In launching the Galaxy S20 line on Tuesday, Samsung zoomed in on the improved picture-taking abilities of its latest flagship smartphones.
Why it matters: The move is an acknowledgment that the camera is the biggest thing that helps spur consumers to buy a new smartphone.
The camera enhancements are a mix of software and hardware changes.
- On the software side, a new Single Take mode lets people easily capture a combination of videos and stills of key moments.
- On the hardware side, the S20 and S20+ have 64-megapixel main rear cameras, while the S20 Ultra has a 108-megapixel main camera. The S20 will also support 8K video capture.
Details: The S20 will come in three versions, all of which include 5G capabilities in the U.S.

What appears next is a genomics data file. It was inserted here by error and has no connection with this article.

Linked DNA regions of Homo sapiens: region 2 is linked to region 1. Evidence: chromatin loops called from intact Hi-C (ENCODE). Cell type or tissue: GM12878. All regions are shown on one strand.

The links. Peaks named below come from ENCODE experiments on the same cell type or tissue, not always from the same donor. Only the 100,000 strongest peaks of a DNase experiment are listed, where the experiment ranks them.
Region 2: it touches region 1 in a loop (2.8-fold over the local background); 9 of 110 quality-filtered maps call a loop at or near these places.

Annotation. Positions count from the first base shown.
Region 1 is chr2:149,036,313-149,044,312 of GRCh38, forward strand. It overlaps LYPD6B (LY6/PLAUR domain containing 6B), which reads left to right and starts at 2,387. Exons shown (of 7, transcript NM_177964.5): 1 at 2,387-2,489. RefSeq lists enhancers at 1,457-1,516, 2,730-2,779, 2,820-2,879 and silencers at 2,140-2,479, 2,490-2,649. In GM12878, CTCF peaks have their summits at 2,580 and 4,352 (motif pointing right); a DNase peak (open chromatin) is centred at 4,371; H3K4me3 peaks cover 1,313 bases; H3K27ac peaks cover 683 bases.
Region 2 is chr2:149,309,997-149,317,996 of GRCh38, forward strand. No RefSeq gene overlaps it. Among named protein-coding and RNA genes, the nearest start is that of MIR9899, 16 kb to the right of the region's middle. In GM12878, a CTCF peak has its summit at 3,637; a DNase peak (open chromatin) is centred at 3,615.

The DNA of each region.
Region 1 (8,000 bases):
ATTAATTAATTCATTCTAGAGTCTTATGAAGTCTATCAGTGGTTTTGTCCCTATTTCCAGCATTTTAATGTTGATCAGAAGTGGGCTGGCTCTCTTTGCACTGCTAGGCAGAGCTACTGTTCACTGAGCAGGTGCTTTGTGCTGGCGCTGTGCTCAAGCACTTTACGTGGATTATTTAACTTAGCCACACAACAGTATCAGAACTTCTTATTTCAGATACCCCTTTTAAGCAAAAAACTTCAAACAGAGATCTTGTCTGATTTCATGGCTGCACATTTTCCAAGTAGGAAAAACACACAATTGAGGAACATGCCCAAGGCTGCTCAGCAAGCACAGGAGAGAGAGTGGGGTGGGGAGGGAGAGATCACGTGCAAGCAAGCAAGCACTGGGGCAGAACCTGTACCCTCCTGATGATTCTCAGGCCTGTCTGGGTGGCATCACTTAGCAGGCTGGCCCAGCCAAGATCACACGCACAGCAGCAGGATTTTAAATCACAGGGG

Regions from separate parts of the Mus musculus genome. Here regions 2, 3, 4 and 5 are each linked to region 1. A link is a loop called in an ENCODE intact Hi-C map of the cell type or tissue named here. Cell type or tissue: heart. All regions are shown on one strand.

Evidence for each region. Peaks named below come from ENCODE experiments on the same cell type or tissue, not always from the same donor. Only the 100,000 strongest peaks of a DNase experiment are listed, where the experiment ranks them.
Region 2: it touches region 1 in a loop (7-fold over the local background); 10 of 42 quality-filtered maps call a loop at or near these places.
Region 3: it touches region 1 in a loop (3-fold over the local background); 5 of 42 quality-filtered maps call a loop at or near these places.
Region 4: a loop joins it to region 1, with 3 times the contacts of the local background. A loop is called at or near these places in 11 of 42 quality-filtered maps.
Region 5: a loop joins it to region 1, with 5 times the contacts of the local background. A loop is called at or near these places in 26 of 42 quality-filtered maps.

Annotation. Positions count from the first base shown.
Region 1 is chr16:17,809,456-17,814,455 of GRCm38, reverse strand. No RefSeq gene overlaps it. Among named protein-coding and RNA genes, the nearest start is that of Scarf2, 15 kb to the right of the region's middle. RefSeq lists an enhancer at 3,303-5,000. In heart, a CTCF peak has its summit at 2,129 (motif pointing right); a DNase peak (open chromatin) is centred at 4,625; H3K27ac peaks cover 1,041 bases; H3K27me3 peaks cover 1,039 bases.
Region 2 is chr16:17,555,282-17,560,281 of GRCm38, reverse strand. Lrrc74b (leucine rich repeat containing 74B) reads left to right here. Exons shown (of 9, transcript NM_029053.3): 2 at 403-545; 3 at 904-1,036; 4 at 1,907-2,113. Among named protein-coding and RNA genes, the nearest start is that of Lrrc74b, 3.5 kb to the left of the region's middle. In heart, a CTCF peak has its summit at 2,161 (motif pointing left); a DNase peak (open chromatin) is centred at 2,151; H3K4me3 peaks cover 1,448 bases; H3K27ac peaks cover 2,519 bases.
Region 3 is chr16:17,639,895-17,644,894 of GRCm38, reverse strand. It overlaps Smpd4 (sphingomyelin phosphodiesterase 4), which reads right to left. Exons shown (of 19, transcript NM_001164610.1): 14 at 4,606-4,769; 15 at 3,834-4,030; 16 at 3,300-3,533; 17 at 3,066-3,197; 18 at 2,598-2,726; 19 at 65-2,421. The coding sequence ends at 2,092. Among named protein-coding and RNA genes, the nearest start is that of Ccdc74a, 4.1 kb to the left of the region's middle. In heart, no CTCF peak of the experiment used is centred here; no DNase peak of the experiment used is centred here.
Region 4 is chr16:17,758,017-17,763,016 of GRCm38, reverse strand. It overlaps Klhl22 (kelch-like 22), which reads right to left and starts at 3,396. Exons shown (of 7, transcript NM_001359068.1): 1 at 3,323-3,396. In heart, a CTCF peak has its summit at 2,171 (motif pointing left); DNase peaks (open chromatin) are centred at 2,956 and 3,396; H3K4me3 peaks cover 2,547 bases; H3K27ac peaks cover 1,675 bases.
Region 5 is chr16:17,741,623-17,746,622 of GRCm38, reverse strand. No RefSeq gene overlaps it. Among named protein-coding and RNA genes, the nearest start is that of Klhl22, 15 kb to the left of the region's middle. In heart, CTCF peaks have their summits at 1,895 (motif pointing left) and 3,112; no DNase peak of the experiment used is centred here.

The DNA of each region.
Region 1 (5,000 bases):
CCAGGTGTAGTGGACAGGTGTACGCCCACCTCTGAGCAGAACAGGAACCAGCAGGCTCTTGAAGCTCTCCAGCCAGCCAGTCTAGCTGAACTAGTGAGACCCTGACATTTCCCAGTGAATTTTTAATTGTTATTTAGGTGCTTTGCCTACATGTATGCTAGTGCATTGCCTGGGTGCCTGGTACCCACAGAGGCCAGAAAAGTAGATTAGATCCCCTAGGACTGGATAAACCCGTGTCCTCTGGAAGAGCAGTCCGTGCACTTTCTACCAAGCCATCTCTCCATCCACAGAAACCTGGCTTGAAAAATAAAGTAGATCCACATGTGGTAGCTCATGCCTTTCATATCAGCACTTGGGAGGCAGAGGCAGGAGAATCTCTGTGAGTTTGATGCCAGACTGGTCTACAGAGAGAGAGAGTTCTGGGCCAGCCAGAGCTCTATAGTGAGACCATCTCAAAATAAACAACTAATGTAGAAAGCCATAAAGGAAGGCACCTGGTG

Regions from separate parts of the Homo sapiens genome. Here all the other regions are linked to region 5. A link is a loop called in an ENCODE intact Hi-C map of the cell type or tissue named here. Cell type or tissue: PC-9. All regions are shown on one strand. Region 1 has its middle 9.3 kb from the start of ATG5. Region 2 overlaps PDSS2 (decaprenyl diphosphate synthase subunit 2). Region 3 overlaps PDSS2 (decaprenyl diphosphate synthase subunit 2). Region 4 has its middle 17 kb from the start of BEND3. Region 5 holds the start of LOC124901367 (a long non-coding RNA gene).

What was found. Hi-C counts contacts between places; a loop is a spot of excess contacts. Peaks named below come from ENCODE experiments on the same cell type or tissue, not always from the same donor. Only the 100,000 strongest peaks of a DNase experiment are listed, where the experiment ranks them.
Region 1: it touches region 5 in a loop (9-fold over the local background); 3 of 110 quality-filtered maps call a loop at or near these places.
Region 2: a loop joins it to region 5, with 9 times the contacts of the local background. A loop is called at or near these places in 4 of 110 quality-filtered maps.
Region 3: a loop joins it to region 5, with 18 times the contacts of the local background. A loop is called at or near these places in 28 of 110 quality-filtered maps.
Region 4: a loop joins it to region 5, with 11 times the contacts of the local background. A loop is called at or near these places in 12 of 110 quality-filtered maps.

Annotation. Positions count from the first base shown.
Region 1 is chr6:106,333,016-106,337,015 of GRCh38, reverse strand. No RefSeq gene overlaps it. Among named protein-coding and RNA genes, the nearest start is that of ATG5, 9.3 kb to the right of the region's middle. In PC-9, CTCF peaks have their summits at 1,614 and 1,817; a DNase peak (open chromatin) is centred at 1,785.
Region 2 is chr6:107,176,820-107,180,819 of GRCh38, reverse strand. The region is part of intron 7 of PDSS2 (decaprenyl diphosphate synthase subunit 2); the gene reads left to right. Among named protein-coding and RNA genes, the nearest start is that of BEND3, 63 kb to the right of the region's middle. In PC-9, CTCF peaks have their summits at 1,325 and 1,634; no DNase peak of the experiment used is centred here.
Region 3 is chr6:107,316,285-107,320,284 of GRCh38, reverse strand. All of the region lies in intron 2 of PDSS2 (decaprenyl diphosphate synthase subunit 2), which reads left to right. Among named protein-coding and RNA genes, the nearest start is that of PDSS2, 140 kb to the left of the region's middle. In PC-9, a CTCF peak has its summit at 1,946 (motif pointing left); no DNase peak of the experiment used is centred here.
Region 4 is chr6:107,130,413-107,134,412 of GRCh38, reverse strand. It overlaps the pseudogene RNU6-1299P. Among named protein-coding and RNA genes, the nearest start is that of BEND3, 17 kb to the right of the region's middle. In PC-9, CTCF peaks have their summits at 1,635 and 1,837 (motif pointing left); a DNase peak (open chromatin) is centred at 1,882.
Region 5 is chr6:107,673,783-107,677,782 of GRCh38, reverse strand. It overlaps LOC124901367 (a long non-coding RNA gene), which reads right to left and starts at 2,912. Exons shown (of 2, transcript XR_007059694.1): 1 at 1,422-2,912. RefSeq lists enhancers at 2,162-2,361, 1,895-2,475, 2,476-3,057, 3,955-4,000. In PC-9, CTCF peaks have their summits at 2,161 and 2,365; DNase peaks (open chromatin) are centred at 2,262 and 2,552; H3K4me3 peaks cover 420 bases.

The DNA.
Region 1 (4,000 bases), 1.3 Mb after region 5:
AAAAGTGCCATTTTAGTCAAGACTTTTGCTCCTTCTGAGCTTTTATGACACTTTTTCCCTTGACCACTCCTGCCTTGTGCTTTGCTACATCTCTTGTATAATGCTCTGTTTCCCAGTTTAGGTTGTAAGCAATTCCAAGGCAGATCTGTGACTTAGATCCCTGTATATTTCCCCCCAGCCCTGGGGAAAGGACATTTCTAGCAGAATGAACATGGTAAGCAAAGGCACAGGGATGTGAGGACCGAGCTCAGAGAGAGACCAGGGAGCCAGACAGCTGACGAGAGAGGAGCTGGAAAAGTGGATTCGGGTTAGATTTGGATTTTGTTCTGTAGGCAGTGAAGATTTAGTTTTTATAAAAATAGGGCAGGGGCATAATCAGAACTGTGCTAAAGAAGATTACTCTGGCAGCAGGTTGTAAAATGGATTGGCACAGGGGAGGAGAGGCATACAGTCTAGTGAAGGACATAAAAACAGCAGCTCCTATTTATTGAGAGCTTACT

- The entry-level S20 will sell for $999 and comes with a 6.2-inch screen and includes support for only low-band flavors of 5G.
- The S20+ includes a 6.7-inch screen, supports both low-band and millimeter-wave 5G networks, and starts at $1,199.
- The S20 Ultra has a 6.9-inch screen and adds a nifty 4x optical zoom lens and starts at $1,399.
All models will be available for pre-order on Feb. 21 and arrive in stores March 6.
Meanwhile: The company also detailed a new foldable device, dubbed the Galaxy Z Flip, which it teased in an Oscars commercial on Sunday. The clamshell device will cost around $1,400 and go on sale Feb. 14.